One of the features of nuclear power which is most attractive to a large segment of the population, is the fact that it does not emit CO2. Among all baseload energy sources, nuclear is the cheapest and lowest carbon emitting power source. With the coming of factory-made small modular nuclear plants, nuclear should get cheaper, more reliable, safer to operate, and quicker to install.
After analysing a wealth of peer-reviewed studies on market needs, technology
performance, life-cycle emissions and electricity costs, the researchers conclude that only five technologies currently qualify for low-emission baseload generation. Of these, nuclear power is the standout solution. Nuclear is the cheapest option at all carbon prices and the only one able to meet the stringent greenhouse gas emission targets envisaged for 2050.
Only one of these five qualifiers comes from the renewable energy category – solar thermal in combination with heat storage and gas backup. However, on a cost basis, it is uncompetitive, as are the carbon capture and storage technologies.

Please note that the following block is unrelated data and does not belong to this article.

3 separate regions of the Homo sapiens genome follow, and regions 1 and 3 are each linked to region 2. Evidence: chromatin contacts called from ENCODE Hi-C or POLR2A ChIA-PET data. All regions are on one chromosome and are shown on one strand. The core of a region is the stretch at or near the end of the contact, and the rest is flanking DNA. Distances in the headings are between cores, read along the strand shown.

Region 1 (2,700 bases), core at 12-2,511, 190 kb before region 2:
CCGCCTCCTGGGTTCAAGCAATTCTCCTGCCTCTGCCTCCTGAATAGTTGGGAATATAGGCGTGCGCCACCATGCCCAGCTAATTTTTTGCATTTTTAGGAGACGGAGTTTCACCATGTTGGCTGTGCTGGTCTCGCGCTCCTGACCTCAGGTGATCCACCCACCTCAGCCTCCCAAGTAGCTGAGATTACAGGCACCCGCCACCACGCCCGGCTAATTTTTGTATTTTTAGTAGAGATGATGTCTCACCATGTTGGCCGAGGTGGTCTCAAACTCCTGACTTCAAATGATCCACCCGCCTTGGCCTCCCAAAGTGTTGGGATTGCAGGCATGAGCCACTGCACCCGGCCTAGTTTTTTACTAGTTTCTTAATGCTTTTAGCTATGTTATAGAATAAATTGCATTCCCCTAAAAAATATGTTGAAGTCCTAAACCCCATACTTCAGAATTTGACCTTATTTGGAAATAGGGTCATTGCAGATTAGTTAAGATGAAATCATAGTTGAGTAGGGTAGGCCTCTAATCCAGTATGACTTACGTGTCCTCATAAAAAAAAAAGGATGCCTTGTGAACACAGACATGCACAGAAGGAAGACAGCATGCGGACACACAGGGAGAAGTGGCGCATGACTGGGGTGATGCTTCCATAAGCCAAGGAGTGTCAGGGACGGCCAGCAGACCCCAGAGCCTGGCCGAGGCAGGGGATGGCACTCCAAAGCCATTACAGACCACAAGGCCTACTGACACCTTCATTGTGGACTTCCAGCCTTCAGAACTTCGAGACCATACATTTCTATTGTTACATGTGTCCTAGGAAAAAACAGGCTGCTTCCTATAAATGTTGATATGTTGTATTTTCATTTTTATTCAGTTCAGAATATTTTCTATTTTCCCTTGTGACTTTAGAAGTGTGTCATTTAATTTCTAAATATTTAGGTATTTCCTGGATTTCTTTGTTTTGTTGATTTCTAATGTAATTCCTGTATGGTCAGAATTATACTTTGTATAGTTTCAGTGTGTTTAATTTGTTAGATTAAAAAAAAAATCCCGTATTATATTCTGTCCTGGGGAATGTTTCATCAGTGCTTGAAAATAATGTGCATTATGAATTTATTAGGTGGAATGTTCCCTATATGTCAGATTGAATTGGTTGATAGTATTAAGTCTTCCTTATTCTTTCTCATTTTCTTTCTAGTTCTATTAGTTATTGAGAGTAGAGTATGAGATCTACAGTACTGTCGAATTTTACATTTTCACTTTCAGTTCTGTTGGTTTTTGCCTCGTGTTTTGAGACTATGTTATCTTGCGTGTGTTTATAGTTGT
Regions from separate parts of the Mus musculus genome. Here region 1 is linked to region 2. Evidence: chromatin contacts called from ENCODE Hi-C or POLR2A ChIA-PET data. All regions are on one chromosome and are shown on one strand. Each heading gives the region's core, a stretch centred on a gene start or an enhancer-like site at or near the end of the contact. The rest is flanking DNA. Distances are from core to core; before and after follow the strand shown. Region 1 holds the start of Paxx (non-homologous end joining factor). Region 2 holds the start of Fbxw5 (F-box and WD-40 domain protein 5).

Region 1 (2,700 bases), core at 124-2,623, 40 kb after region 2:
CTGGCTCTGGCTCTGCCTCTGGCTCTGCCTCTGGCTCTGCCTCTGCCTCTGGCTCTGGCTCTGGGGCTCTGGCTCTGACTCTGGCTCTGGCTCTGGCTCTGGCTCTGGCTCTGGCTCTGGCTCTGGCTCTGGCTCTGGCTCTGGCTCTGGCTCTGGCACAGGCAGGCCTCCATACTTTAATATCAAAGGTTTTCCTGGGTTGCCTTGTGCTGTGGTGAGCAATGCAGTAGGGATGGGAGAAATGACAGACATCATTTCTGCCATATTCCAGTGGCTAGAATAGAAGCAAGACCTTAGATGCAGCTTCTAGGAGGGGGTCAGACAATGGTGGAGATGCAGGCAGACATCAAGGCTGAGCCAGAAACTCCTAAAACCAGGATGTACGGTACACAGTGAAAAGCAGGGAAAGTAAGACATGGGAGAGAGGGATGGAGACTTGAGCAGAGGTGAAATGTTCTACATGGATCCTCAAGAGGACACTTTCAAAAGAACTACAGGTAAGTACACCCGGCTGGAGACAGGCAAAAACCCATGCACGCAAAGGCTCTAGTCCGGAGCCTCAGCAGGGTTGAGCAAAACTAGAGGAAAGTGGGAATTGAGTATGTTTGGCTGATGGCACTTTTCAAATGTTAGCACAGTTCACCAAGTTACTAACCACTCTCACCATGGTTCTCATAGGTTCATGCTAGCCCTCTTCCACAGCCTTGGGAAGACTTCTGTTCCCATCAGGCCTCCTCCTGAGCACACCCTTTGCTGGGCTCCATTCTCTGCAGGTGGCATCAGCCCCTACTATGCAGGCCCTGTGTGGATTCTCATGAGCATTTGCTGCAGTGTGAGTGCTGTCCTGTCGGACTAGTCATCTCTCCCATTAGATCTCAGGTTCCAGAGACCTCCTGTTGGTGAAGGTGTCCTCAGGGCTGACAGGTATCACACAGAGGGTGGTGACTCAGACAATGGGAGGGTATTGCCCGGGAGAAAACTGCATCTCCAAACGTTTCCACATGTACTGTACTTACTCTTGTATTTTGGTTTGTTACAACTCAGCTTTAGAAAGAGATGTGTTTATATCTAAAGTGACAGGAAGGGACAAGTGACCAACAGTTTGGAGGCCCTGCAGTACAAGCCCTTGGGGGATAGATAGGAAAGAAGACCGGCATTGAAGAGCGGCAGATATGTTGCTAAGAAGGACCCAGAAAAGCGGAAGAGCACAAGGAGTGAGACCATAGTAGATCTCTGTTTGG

Professor Barry Brook, director of climate science at the University of Adelaide’s Environment Institute says: “I am committed to the environment, personally and professionally. The evidence is compelling that nuclear energy must play a central role in future electricity generation. No other technology can meet our demand for power while reducing carbon emissions to meet global targets”. _BraveNewClimate_via_NextBigFuture
More informed energy analysts understand that the true strengths of nuclear power far transcend the feature of no carbon emissions. But if low CO2 emissions can be used as a bargaining point with the carbon hysterics in government regulatory agencies, then by all means, let's do it.
CO2 is a well-mixed atmospheric gas. Plants and algae do not care where their CO2 comes from (China and India), and will not begrudge humans their more sustainable nuclear power -- even if it means less CO2 for them.
By. Al Fin